We hear all the time that sitting is bad for our health—sedentary lifestyles have been linked with type 2 diabetes, some types of cancer, and even premature death. But a new study shows it’s not just adults who should be worried about living the couch potato life: researchers found that prolonged sitting is harmful for children’s health, too.
The study, published in the journalExperimental Physiology, looked at healthy young girls ages seven to 10, and found that after just a single three-hour period of inactivity, the girls developed changes in their blood flow and arteries—which would be cardiovascular red flags for adults.
Meanwhile, a group of girls who did moderate exercise for 10 minutes each hour during the three hour period prevented the detrimental impact to the arteries and blood flow.
“‘Inactive children later become inactive adults. Inactivity is the fourth major risk factor for global mortality, contributing to 3.2 million deaths annually. Every parent should be asking ‘is the amount of time my child spends sitting harmful?’” said study author Ali McManus, PhD, associate professor at the Centre for Heart, Lung and Vascular Health at the University of British Columbia and lead author of the study in a press release.
And all parents should be concerned—not just those who have overweight children. “Obesity is at an all time high in the United States; it is very important for children to get up and move around for their overall health, not just their weight,” says Minu George, M.D. an interim chief of general pediatrics at Cohen Children’s Medical Center in New Hyde Park, N.Y., and an assistant professor at the Hofstra North Shore–LIJ School of Medicine in New York, who is not affiliated with the study.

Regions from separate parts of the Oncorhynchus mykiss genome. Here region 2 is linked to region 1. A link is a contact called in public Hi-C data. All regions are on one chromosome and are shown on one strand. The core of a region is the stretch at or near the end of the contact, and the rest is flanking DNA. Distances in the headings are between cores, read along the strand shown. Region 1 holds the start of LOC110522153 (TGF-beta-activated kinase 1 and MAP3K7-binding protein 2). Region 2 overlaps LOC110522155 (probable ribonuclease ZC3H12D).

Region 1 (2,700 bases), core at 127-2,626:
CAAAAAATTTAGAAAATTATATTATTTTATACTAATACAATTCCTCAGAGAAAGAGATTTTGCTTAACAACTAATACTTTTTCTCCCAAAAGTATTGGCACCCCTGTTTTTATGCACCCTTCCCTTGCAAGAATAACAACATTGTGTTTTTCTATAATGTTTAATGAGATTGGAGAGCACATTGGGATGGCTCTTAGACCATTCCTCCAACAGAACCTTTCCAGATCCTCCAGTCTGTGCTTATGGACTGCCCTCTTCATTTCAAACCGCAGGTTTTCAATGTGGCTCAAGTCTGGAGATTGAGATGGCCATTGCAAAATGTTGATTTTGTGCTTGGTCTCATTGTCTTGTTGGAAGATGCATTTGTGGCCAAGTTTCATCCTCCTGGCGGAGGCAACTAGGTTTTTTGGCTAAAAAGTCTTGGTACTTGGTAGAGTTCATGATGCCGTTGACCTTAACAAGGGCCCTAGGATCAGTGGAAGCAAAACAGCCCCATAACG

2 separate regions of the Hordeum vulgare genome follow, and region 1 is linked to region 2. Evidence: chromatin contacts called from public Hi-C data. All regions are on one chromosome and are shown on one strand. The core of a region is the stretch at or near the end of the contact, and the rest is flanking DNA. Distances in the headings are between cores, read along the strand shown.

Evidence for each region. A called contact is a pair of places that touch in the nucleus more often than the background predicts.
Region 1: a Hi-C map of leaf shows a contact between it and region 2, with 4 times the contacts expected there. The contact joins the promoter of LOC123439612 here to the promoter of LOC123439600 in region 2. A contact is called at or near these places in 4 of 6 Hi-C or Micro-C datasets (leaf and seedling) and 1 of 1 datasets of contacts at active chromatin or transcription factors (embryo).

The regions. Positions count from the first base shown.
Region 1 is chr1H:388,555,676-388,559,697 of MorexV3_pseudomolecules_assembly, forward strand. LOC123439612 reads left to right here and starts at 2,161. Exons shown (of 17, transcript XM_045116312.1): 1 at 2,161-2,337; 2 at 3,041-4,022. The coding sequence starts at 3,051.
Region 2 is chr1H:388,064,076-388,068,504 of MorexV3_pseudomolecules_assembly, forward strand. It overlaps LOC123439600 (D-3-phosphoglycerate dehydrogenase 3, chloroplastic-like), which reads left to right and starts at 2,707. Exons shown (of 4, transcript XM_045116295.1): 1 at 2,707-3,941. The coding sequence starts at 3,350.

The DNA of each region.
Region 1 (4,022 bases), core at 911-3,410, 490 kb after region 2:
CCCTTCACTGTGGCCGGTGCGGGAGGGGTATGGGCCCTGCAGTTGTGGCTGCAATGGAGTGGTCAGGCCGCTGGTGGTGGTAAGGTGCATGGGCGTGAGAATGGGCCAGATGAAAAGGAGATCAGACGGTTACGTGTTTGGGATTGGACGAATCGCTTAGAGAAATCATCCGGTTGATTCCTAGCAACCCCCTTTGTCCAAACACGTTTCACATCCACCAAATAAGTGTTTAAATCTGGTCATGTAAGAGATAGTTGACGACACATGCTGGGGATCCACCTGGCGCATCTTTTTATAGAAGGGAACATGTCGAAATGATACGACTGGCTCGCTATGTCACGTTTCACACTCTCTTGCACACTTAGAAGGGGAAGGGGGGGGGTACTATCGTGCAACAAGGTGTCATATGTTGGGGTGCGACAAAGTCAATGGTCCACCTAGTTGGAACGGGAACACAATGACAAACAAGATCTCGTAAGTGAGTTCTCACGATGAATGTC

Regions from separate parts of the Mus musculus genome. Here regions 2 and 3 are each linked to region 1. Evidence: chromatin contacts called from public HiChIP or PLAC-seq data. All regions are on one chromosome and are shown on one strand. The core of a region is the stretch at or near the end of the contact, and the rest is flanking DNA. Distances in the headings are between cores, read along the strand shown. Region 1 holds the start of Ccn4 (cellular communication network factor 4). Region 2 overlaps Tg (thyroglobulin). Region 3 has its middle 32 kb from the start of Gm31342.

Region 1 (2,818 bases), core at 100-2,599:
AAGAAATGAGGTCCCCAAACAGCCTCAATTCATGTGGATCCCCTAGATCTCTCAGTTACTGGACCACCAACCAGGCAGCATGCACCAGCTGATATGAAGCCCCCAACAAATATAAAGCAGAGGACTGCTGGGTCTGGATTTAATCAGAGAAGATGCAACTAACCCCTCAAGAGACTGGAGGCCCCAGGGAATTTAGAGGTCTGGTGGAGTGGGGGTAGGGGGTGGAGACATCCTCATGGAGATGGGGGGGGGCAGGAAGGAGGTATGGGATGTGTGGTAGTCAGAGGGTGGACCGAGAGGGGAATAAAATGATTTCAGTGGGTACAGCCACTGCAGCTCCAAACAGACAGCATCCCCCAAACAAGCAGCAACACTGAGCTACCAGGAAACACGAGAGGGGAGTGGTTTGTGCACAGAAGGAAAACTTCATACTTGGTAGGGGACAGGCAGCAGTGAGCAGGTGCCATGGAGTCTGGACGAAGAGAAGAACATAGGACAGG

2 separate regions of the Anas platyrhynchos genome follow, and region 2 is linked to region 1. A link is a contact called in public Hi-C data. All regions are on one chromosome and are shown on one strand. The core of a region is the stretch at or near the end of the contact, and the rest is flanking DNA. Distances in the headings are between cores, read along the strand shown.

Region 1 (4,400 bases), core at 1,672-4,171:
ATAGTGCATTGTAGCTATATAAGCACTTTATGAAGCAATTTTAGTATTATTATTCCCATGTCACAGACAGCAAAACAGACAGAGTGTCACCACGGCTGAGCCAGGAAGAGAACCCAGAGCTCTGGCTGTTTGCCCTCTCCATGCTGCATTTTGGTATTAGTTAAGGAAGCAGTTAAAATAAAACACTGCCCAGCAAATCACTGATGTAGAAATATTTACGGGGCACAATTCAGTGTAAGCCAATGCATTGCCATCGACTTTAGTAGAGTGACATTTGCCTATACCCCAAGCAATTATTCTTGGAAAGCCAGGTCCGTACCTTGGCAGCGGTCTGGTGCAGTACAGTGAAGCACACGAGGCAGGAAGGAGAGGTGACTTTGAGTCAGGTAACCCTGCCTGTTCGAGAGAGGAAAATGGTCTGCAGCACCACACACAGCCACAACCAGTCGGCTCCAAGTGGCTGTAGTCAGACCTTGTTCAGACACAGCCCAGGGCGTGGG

Dr. George’s advice: “Children should not be spending more than two hours in front of any screen—TV, Ipod, Ipad, smart phone, Xbox, PlaysStation. On top of that, children under age two should not spend any time in front of a screen, if at all possible.”
Instead, Dr. George suggests turning family time intoactivefamily time. “Walking, playing in the back yard, visiting local parks, apple-picking, and checking out the fall foliage are all excellent activities this time of the year,” says Dr. George. “Activities with our kids promote family bonding, are educational, stimulate the brain, as well as give everyone excellent exercise!”
All Youcolumnist Kristen Wynns, PhD suggests kids can “buy” screen time by doing certain amounts of exercise. In addition, she says, “Parents can encourage daily family walks after dinner, or have kids get up during commercials to do jumping jacks or stretches.”
Study time also shouldn’t be just for sitting. Wynns suggests encouraging kids to get up every 45 minutes for a quick walk or movement when studying, or even just change positions or move to a different location around the house.
As for the classroom, “We recommend teachers allow kids stretch breaks, to stand at their tables, or to have breaks every hour or so to get up and move around,” notes Wynns.
Talk to your child’s teacher if you think your son or daughter isn’t moving enough during the day. Also, do your best to make sure your kids get lots of active-time at home, too.